GNU ELPA - bug-hunter


Hunt down errors by bisecting elisp files
bug-hunter-1.3.1.tar, 2020-Nov-28, 310 KiB
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To install this package, run in Emacs:

M-x package-install RET bug-hunter RET

Full description

#+OPTIONS: toc:nil num:nil
#+TITLE: [[file:hunter.png]] The Bug Hunter [[][file:]]

/Automatically debug and bisect your init (.emacs) file!/

The Bug Hunter is an Emacs library that finds the source of an error
or unexpected behavior inside an elisp configuration file (typically
~init.el~ or ~.emacs~).


* Usage Examples

** Automated error hunting
If your Emacs init file signals an error during startup, but you don’t
know why, simply issue
#+BEGIN_SRC text
M-x bug-hunter-init-file RET e
and The Bug Hunter will find it for you.  Note that your ~init.el~
(or ~.emacs~) must be idempotent for this to work.

** Interactive hunt

If Emacs starts up without errors but something is not working as it
should, invoke the same command, but choose the interactive option:
#+BEGIN_SRC text
M-x bug-hunter-init-file RET i
The Bug Hunter will start a separate Emacs instance several times, and
then it will ask you each time whether that instance presented the
problem you have. After doing this about 5--12 times, you’ll be given
the results.

** Assertion hunt

The Bug Hunter can also find your issue based on an assertion.
Essentially, if you can write a code snippet that returns non-nil when
it detects the issue, just provide this snippet as the assertion and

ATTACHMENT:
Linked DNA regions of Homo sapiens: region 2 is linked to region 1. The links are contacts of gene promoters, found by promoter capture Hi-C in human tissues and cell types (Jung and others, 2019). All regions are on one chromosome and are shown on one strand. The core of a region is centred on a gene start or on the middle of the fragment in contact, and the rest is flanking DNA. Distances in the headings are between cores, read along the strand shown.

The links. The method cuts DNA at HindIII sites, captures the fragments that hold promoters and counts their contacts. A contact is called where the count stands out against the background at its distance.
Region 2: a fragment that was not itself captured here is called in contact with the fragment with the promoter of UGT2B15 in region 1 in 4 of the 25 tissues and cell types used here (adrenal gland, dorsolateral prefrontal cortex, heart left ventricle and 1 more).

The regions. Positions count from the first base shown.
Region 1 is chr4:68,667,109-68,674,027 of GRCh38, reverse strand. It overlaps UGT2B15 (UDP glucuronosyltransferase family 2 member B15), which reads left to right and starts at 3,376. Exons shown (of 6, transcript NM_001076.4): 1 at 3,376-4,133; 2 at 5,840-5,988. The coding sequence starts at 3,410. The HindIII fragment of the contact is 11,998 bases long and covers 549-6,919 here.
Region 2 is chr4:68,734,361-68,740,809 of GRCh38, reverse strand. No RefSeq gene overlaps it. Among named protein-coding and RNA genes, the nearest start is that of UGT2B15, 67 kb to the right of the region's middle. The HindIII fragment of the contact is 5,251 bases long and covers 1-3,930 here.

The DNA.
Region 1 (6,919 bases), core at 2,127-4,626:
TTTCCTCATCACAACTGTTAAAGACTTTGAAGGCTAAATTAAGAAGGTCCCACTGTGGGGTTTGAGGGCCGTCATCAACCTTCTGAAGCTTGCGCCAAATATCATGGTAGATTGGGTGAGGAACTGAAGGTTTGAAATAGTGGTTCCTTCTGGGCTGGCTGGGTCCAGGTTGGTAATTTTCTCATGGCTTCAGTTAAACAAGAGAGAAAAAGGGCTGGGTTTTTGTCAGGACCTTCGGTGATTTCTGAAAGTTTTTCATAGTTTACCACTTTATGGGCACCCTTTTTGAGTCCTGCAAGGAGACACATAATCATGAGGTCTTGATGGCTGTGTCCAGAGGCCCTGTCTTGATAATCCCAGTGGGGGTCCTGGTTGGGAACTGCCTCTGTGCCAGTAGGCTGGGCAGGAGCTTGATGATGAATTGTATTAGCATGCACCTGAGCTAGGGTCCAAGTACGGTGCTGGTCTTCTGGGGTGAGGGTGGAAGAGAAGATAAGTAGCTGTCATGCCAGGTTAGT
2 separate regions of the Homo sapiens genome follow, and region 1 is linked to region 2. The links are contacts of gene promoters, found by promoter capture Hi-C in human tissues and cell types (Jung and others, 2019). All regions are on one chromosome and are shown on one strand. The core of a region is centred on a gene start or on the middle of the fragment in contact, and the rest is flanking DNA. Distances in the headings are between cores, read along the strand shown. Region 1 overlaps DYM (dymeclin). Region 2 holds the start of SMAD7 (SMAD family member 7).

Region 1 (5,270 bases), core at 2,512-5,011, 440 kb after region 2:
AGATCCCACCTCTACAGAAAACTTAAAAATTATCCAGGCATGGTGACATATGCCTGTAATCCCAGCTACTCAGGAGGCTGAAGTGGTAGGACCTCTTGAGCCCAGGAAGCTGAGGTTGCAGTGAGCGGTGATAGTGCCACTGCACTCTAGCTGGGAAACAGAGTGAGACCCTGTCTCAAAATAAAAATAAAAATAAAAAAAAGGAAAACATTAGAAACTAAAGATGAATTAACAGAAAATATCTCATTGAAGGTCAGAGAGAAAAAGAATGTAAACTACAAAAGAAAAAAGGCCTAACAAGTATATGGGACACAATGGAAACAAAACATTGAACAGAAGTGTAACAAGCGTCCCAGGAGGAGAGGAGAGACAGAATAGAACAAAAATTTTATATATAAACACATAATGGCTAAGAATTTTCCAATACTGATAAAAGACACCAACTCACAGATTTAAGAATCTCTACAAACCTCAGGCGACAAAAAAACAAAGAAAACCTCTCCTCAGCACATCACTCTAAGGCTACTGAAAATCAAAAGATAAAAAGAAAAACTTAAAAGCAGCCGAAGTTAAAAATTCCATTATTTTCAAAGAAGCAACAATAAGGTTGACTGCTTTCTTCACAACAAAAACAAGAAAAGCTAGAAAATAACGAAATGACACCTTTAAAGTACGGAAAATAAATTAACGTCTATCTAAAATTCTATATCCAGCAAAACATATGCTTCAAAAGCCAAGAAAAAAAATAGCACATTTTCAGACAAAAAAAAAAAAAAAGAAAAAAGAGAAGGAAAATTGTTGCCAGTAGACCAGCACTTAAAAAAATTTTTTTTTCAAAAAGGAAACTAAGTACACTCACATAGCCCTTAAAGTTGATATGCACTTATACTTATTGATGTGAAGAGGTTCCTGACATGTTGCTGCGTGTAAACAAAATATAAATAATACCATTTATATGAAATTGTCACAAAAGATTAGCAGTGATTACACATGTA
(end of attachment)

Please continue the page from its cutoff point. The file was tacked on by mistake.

the Bug Hunter will do the rest.

For example, let’s say there’s something in your init file that’s
loading the ~cl~ library, and you don’t want that. You /know/ you’re
not loading it yourself, but how can you figure out which external
package is responsible for this outrage?

#+BEGIN_SRC text
M-x bug-hunter-init-file RET a (featurep 'cl) RET

*That’s it!* You’ll be given a nice buffer reporting the results:

- Are you getting obscure errors when trying to open /“.tex”/ files?
  - Don’t despair! Just use ~(and (find-file "dummy.tex") nil)~ as the assertion.
- Did ~ox-html~ stop working due to some arcane misconfiguration?
  - Just write an assertion that does an export and checks the result.
- Does some random command suddenly bind itself to ~C-j~ and you can’t figure out why?
  - ~(eq (key-binding "\n") 'unwanted-command)~ is the assertion for you!

Finally, you can also use ~bug-hunter-file~ to hunt in other files.

* Installation
The Bug Hunter is available from [[][GNU Elpa]] to all Emacs versions since
~24.1~. To install, just issue

#+BEGIN_SRC text
M-x package-install RET bug-hunter

* and other literate-style configs

Some people (me included) like to organize their init files by
writting it in ~org-mode~ instead of Emacs-Lisp. This usually involves
adding something like this to ~init.el~,
#+BEGIN_SRC emacs-lisp
;;; Maybe some code up here ;;;
(require 'org)
(org-babel-tangle-file "~/.emacs.d/"
(load "~/.emacs.d/org-init.el")

At first, this makes the Bug-Hunter essentially useless, for it will
do the hunting in ~init.el~ instead of the much more extensive
~org-init.el~. The name of the second file (~org-init.el~) will vary,
but the point is the same. But fear not! There’s a simple solution:

1. If you have any code above the call to ~org-babel-tangle-file~, copy that to the top of ~org-init.el~ (or whatever is the name of your tangled file). This includes that ~(require 'org)~ over there.
2. Invoke ~M-x~ ~bug-hunter-file~ (instead of ~bug-hunter-init-file~). It will ask you which file to debug, and you need to point it to your tangled output file ~org-init.el~.

Old versions

bug-hunter-1.3.el2016-Apr-1922.4 KiB
bug-hunter-1.2.el2016-Apr-0222.2 KiB
bug-hunter-1.1.el2016-Feb-1021.7 KiB
bug-hunter-1.0.1.el2015-Dec-0121.1 KiB
bug-hunter-1.0.el2015-Aug-1721.0 KiB
bug-hunter-0.5.el2015-Jun-1920.4 KiB
bug-hunter-0.2.el2015-Apr-2717.0 KiB
bug-hunter-0.1.el2015-Mar-2516.8 KiB